Having said that, there are very few pieces of information that we keep locked. Daily revenue is available to everyone as soon as they log in. Online training courses are available to every employee to access whenever they want. We've tried to concentrate on mixing casual employee information and news combined with service statistics that encourage people to be interested in what we've done with the portal.

IA: How have you developed the user interface to cater for people of different job specifications, in different environments?

Abraham: Part of the project was to design our own desktop 'shell'. We've embedded a browser, and use [French portal software company] Mediapps' software to aggregate corporate applications and information within that framework. So wherever you are inside or outside the organisation, you have access to exactly the same desktop.

We've made efforts to ensure that the functional side of it is appealing to use – emphasising the point and click nature of the portal means that employees require very little training. If they can use the Internet they can use our system.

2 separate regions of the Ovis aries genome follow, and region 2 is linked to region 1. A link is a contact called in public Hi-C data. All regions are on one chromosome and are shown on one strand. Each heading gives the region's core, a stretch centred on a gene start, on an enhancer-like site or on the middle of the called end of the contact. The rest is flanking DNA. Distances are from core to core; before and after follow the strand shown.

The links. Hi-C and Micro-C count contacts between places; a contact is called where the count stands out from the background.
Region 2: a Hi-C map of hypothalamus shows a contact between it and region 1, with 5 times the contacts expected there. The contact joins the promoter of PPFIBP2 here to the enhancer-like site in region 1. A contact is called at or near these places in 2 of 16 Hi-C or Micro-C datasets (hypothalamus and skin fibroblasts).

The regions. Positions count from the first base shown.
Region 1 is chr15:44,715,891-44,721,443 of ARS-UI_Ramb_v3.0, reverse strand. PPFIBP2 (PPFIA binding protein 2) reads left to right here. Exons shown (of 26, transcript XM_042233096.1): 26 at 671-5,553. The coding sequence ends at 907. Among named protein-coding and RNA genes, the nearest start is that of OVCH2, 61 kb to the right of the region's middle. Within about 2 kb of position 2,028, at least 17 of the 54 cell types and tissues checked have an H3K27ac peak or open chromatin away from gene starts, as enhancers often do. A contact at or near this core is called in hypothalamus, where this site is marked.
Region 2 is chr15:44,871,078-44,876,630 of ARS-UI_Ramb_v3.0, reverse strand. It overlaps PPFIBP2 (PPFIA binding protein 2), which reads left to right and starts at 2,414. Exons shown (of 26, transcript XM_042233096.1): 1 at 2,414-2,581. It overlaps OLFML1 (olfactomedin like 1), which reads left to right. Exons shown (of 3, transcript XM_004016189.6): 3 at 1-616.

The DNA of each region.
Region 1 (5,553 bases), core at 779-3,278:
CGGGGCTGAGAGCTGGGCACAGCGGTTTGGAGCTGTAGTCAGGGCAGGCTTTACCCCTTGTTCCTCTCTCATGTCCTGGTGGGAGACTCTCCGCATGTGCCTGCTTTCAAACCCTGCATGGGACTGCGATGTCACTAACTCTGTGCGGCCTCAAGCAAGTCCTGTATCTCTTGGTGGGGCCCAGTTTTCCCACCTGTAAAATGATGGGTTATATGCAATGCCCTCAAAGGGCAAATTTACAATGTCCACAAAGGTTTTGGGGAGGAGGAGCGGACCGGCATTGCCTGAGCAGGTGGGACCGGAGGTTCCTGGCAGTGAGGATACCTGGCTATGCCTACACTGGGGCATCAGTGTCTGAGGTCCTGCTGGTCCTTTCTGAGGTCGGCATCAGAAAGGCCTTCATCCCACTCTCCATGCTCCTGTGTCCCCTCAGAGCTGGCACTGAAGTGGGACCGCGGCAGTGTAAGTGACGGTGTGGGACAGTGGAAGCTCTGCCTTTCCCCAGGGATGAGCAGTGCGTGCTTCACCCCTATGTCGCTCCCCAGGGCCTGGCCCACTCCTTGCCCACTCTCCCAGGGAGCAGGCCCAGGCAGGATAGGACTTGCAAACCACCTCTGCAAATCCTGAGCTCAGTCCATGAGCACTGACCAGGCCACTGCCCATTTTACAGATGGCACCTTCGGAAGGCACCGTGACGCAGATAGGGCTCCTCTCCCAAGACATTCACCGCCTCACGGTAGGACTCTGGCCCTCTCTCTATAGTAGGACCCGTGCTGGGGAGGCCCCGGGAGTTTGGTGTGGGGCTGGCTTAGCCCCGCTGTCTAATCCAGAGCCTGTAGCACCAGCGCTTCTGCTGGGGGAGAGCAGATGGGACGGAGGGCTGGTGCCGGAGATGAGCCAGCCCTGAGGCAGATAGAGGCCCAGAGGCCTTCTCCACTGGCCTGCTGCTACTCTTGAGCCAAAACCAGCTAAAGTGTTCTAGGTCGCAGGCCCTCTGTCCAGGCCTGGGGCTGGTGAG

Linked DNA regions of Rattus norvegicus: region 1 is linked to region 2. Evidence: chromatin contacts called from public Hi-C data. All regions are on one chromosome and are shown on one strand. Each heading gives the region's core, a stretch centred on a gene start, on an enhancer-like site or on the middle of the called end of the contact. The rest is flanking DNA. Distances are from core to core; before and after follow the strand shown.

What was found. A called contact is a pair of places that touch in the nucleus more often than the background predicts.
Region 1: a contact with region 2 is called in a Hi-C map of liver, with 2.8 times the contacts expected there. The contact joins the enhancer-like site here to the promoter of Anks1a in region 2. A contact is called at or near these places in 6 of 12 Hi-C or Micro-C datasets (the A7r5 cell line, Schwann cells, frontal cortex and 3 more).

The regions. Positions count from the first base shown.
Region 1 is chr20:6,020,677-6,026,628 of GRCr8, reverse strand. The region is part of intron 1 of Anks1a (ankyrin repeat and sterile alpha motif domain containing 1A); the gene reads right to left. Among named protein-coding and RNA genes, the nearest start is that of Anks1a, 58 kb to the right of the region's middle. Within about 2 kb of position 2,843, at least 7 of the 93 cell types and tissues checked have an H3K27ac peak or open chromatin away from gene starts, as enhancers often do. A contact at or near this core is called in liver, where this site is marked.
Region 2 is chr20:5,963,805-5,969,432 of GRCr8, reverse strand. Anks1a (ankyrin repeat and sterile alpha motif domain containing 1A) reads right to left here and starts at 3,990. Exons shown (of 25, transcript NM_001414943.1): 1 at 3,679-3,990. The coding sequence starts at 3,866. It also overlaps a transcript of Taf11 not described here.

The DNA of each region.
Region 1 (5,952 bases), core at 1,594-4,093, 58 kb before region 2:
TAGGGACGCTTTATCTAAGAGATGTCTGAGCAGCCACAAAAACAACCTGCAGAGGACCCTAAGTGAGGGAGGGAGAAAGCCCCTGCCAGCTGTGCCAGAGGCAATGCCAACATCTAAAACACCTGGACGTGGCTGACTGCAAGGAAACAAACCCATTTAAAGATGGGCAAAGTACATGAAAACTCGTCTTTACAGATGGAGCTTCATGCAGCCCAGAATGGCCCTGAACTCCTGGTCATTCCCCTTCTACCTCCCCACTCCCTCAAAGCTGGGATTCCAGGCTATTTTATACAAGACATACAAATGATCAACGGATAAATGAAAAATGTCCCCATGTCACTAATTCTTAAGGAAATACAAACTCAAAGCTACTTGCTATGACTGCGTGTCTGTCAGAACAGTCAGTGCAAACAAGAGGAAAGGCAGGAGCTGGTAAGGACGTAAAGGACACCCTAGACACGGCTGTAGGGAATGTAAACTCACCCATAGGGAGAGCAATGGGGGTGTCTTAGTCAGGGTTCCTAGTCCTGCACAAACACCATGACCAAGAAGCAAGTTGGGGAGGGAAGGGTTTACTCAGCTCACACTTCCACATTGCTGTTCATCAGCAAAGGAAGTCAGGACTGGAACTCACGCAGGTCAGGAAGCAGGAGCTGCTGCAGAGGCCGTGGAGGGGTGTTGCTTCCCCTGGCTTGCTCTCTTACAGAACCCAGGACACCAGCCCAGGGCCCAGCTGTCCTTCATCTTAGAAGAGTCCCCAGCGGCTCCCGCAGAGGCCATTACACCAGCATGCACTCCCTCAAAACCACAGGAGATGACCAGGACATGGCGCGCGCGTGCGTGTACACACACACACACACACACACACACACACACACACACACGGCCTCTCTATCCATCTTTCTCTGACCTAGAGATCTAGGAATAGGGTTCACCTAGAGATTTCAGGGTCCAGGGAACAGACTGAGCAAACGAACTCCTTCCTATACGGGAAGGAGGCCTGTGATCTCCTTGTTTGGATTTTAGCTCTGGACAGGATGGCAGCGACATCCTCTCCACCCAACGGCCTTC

IA: One of the key challenges organisations face in building centralised data access is integration. How do you manage the process of aggregating data from disparate sources?

Abraham: We have a single data centre where every piece of information is hosted and delivered. We control what comes in and what goes out through that medium. The Mediapps application acts as the glue. Then there's a small team of individuals that decides what the output will be and manages it.

Other hotel organisations store their data on desktop PCs or in small workgroups. These are little islands of data with no aggregation of data whatsoever. We deliberately set out to collapse the storage of data into one place and ensure better reliability and enhanced redundancy.

IA: What improvements in customer service or employee efficiency have you seen as a result of deploying the portal?

Abraham: We believe business information is the barometer of the organisation. Internally we call it the single version of the truth. Whether you're the front of house manager or the rooms divisions manager you will access the same piece of information, so when you have a dialogue with that person you're not comparing apples and pears. That makes the whole communications process easier to deal with.

There are no secrets. Every employee, from ground level to the chairman, actively looks at the daily revenue figures every day. What used to happen is that, each morning, each hotel would generate an Excel spreadsheet report on the previous day's performance that would then get tidied up and eventually presented to the chairman eight hours later. Now we have that information updated minute-by-minute so you can see when a conference has been sold and how that has impacted the group's sales.